How do we know whether a suit should be filed?
If time permits, CBC normally recommends that it prepare a written evaluation of the case before filing so that a client can make an informed decision about whether the investment in the litigation is warranted. Of course, to some extent the judge who receives the case will affect the evaluation of the likelihood of prevailing, but that is not known at the time an action is filed. Also, any party that files an action has one “peremptory” challenge, which means that a party may challenge one judge without specifying cause, thus allowing avoidance of a judge that may be hostile to environmental claims.
Will filing the suit stop the project?
No, not necessarily. If there is a threat of imminent harm being done as a result of proposed grading or construction, or other physical activity on site, either a stay of the permit or a temporary restraining order (TRO), followed by a preliminary injunction, must be sought. However, only very rarely do project proponents attempt to proceed during litigation, because they do so at their own risk, and it is also often difficult for them to get funding while a legal action is pending.
How long will the litigation in the Superior Court take?
A petition for a writ of mandate is litigated far more quickly than a typical civil case. No jury is involved, and the judge is the trier of fact and makes the legal determinations.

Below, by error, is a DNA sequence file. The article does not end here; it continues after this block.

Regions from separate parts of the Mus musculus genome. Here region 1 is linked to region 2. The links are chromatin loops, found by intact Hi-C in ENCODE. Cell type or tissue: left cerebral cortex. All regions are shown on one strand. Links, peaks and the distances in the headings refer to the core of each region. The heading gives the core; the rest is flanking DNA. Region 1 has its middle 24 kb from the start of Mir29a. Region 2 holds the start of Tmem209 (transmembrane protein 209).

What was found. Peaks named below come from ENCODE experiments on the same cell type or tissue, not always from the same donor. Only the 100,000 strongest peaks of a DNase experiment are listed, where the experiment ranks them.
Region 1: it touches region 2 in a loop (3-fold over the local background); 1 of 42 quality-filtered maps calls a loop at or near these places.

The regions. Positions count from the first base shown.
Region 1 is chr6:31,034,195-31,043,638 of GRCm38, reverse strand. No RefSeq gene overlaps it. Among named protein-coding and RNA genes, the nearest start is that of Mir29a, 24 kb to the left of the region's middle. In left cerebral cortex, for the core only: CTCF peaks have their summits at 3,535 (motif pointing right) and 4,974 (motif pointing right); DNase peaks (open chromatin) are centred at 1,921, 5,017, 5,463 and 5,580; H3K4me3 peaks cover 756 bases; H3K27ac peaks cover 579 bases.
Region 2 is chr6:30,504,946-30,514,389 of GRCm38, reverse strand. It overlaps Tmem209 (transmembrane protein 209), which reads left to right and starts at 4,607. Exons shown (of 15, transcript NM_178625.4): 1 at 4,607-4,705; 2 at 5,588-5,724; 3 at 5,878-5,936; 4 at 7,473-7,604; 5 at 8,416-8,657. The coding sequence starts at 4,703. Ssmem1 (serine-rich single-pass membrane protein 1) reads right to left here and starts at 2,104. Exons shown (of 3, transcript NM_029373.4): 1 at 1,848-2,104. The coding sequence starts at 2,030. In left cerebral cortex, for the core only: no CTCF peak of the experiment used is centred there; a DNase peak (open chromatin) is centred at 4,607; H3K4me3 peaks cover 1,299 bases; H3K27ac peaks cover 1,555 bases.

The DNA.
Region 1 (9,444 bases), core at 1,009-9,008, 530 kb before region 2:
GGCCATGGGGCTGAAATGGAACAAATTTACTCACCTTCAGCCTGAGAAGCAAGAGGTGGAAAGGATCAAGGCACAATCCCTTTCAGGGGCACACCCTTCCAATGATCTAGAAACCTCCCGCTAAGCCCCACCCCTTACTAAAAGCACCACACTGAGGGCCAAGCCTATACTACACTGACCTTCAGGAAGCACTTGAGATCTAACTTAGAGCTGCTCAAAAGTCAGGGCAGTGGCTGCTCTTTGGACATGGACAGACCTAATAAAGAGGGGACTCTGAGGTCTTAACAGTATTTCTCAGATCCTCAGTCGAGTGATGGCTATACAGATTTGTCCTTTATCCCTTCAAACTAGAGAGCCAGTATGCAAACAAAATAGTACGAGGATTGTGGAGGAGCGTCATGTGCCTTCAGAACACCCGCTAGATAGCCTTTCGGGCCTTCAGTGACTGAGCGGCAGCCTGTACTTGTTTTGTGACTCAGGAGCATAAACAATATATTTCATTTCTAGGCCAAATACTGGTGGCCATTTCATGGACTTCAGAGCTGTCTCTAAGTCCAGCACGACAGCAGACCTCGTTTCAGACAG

CEQA has within it various statutory time frames for bringing a matter to hearing. With all of the statutory deadlines, a hearing on a CEQA case normally occurs within nine months to a year of the filing of the petition, but can be decided in less time.
What happens after the trial court decides the case?
Either side can appeal a decision of the trial court to the Court of Appeal. In the majority of the cases that CBC handles, the matter is heard "de novo," meaning the Court of Appeal will hear the matter as if there were not a decision by the trial court.
How long does an appeal take?
If a CEQA matter is involved, the matter will have preference on the civil calendar. How long it takes depends upon the workload of the court, but normally the matter is heard in less than a year of the filing of the notice of appeal, and sometimes much sooner. Like the trial court, a court of appeal has 90 days to decide a matter.
What happens after the Court of Appeal’s decision?
Unlike the right to review of the decision of a trial court, review by the California Supreme Court of a Court of Appeal decision is entirely at the Supreme Court’s discretion, after the filing of a petition for review. The Supreme Court’s role is not to right any wrong done by the Court of Appeal, but rather to clarify the law. Therefore, a decision is more likely to be reviewed if the opinion of the Court of Appeal is published and involves important questions of law or conflicting court of appeal decisions. Many Court of Appeal decisions are not published, making it more difficult to obtain review. Only a very small percentage of petitions for review are granted (often estimated at 5%).